I work at a gas station. The specifics of which chain don’t matter. I got talking with my co-worker about how some of the most interesting people come through the store, and it’s true. Anyone who works in a customer service job could probably fill novels full of stories of some of the interesting characters that come through the doors.
For example, there’s one guy that comes in who is a Korean War vet. He has a walking cane, and he always has to have his paper put in a plastic bag, and the cashier always has to pull out the money for his paper for him. Sometimes he asks for help in opening the door, unless someone holds the door for him on their way in. He’s also a regular at my gas station, and up until I got switched to evenings, you could predict what day and what time he would come in. He was like clock work.
There are regulars that come through that are too busy chatting on their cell phones and throwing money at me while asking for things in between conversation gaps. I never know who these people are, and, admittedly, it infuriates me because I find that thing rude. If I weren’t more occupied with my job, I might be tempted to imagine what kind of person they are.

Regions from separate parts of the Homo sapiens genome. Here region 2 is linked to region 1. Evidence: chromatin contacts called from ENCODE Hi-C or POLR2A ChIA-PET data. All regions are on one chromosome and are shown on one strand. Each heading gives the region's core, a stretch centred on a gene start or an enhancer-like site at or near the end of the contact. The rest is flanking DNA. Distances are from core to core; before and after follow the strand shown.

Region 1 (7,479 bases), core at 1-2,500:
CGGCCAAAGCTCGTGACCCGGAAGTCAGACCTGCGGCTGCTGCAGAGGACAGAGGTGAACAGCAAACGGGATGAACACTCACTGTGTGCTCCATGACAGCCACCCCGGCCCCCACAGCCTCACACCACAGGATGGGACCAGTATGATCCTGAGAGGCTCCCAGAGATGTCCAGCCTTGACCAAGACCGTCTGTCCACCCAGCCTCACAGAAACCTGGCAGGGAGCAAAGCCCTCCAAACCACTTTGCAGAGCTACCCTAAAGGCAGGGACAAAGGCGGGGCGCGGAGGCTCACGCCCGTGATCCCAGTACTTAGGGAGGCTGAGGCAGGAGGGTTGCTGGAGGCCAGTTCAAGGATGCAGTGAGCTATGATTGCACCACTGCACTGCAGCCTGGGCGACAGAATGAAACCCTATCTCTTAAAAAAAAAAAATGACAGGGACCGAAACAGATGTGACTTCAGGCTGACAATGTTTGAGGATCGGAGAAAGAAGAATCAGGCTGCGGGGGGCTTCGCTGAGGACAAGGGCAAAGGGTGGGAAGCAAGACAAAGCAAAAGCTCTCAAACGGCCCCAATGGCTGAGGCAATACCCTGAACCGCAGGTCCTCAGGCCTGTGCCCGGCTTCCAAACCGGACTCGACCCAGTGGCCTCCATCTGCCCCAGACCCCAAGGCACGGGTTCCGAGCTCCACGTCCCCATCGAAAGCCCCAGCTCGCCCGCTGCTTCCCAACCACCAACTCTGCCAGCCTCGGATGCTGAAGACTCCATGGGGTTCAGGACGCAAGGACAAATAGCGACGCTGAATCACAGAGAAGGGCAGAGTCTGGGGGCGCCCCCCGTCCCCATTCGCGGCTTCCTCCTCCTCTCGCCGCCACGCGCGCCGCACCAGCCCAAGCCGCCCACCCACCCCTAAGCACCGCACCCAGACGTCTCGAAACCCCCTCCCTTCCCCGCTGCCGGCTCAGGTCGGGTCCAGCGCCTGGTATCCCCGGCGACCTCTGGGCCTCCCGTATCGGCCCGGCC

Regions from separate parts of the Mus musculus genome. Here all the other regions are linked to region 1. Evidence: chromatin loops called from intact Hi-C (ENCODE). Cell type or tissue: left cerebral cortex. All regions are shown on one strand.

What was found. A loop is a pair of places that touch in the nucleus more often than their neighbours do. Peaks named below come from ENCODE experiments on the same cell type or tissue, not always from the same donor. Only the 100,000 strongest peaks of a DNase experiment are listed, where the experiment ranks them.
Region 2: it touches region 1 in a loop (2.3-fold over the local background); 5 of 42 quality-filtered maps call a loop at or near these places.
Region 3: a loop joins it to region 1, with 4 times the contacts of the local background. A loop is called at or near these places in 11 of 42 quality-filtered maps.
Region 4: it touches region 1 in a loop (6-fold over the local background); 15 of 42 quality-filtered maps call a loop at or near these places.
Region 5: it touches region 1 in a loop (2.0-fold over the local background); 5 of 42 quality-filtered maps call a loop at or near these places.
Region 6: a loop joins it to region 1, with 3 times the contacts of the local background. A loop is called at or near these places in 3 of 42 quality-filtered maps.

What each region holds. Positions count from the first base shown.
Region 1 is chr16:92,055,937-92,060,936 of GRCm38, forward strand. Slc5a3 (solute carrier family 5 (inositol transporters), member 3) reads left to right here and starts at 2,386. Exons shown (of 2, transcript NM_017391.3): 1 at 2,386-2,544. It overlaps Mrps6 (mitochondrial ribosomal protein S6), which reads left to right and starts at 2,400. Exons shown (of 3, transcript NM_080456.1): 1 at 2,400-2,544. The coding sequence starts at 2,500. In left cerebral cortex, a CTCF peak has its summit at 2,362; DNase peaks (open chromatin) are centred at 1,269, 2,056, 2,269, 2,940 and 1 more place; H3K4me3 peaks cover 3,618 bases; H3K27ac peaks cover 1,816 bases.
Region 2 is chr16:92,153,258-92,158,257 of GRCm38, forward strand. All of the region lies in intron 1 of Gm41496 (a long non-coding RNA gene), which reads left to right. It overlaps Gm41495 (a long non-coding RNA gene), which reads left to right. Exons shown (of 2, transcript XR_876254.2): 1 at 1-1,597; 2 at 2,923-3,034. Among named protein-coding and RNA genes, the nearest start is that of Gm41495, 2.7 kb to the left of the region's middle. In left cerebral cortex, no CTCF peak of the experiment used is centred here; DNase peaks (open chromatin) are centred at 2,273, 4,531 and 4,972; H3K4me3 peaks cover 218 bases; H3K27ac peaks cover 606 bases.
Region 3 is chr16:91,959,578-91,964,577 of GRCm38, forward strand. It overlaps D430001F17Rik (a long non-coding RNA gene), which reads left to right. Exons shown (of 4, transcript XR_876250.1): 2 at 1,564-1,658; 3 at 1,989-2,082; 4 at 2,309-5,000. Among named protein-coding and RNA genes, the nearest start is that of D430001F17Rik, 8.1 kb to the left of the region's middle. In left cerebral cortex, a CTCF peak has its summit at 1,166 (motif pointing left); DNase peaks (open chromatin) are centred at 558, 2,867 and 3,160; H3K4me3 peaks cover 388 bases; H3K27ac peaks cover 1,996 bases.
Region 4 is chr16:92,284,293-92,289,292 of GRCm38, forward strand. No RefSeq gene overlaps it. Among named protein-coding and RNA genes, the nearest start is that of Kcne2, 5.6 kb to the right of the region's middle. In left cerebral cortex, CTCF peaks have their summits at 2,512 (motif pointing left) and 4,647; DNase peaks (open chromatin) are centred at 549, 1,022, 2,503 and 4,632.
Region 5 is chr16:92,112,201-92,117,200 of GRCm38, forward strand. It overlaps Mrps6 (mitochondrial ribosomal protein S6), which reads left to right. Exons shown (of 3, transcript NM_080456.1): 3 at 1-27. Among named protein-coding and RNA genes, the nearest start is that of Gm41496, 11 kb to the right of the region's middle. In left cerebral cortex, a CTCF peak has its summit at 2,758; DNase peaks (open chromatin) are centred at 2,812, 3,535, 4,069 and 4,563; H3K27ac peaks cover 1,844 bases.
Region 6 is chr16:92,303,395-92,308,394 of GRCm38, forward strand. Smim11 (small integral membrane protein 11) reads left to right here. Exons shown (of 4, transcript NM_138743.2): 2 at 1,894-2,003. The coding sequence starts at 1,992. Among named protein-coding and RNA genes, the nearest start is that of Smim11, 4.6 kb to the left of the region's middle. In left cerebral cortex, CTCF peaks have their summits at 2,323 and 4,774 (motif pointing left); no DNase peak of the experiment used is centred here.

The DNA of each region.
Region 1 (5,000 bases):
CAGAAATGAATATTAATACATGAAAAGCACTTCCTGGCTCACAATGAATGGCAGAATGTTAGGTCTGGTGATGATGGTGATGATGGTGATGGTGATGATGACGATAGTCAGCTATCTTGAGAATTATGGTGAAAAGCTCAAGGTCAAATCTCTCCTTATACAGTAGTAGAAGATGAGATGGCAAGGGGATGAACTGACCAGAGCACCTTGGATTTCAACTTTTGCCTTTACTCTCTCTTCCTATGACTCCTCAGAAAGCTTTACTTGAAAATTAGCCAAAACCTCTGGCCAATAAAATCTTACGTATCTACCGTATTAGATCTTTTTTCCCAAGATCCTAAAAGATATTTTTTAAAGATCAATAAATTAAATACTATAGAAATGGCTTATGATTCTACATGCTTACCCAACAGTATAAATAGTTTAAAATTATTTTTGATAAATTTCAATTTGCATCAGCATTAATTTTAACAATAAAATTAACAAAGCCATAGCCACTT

Imagine just taking some random person you come in contact with at your job that you don’t know. Build an entire character by building them from the outside in. It’s a lot like speculating what’s making the unknown person tick. The added bonus is you don’t have to worry about being wrong. That unknown person in the office is now becoming a fully formed character in your mind, independent of the person that sparked the inspiration. It’s a great way to brainstorm characters for a story if you’re lacking ideas. If you have enough of them, you can build up a reserve of characters that you can borrow and adapt as you find yourself casting characters for other stories.
So the next time you’re at a gas station, a fast food restaurant or out shopping, look around. You never know what inspiration you’ll find for your next story.